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COVID-19: CT Public Schools Will Be Allowed To Cut Days From Academic Calendar

Public schools will be given a one-time waiver to cut days from the beginning of their academic calendar for training.
Public schools will be given a one-time waiver to cut days from the beginning of their academic calendar for training. Photo Credit: Pixabay

Connecticut is still finalizing what schools will look like in the fall as the state recovers from the novel coronavirus (COVID-19) crisis, but districts will have the option to be more flexible with their schedules.

The state Board of Education voted unanimously on Tuesday, July 14 to permit public schools to shorten the academic year by as many as three days, from 180 down to 177, without punishment to permit additional training as schools adjust to the "new normal."

The waiver would allow districts extra time to train staff once plans are finalized for reopening schools in the next month. A decision on reopening in Connecticut is expected in August, Gov. Ned Lamont said.

Lamont said that the three extra days must be taken at the beginning of the school year, and will not be permitted after that.

The Board of Education said that the extra days will also allow time for educators to plan classroom setups and consider changes to facilities to ensure safety for students and staff.

It will also give time for training teachers about the social and emotional concerns some students may have as they transition back to in-person learning.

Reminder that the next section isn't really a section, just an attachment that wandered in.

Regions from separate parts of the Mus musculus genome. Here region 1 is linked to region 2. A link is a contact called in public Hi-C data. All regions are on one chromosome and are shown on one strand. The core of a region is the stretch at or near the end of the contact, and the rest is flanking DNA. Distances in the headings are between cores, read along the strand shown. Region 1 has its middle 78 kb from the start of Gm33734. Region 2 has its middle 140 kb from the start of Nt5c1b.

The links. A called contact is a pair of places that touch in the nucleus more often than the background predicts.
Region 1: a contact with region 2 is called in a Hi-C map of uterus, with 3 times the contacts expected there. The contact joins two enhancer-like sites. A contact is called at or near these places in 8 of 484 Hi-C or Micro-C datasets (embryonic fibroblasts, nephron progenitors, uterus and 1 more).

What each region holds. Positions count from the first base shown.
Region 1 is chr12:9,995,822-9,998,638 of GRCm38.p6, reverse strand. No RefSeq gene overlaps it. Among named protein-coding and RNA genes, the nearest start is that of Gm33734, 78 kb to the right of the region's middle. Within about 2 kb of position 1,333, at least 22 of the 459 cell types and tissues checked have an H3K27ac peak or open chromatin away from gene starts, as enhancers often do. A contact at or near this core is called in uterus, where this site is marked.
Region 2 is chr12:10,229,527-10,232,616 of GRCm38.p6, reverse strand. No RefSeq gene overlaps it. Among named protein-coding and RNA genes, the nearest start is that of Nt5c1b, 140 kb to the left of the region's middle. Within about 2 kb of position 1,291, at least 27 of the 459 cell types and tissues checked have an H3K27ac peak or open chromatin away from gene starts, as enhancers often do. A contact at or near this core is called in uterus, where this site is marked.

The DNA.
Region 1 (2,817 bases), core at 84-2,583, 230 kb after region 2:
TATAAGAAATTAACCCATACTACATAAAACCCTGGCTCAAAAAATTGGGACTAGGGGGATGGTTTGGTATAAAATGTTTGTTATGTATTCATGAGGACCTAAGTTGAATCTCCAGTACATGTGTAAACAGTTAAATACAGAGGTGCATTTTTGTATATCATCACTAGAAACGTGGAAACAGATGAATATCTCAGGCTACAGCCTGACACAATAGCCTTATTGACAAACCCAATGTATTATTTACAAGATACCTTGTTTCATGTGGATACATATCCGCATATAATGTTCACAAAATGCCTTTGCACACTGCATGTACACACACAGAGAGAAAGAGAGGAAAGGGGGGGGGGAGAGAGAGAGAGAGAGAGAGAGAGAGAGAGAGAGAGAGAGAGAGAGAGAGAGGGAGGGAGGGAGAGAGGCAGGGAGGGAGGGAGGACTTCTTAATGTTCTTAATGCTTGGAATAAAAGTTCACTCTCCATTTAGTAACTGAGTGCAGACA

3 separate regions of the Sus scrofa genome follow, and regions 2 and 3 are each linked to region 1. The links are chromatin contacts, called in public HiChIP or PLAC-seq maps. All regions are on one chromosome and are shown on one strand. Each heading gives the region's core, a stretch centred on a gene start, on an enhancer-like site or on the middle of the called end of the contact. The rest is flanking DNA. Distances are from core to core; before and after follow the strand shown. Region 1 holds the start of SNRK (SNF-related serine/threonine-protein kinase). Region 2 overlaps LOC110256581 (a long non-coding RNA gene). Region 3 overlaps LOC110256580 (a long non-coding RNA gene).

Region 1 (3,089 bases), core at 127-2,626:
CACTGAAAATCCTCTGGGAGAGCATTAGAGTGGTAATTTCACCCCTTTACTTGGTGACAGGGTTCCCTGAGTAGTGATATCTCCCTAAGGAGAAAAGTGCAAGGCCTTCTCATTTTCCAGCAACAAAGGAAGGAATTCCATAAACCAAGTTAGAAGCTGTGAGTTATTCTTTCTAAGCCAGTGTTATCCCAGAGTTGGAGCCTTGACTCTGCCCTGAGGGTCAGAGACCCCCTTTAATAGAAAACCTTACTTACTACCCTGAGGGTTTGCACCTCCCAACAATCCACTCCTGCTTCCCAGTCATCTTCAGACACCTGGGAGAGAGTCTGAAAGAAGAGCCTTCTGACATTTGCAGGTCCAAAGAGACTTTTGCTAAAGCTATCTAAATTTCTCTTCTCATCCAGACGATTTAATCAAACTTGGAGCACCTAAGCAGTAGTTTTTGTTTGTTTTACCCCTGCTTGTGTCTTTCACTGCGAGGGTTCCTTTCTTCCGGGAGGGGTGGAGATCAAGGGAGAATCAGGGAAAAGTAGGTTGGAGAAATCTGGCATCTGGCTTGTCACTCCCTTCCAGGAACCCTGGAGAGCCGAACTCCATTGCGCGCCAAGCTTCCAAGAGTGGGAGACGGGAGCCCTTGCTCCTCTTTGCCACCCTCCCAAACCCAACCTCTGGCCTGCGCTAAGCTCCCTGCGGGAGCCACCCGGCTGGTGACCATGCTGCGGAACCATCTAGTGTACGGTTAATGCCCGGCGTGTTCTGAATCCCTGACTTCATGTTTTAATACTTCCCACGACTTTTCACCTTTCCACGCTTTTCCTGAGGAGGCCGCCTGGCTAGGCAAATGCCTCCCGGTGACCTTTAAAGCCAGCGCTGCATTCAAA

The state has three levels for reopening to.consider: a full reopening with all students in school five days a week, a hybrid plan where some students attend in-person and some do distance learning, and full distance learning.

Connecticut Education Commissioner Miguel Cardona previously said that balancing the reopening of schools will be a measured effort, and the state could potentially have to re-evaluate their protocols to adjust “as needed.”

“After consulting extensively with public health officials and our school communities, the evidence is clear that having students physically present in school greatly improves outcomes and our ability to provide for their academic and non-academic needs,” Cardona said.

“When COVID-19 first hit, we were all called on to rise to the challenge and, after witnessing the herculean efforts of teachers, school personnel and families over the past two months, I am confident we will come together stronger than ever to lead the evolution of education in Connecticut.” 

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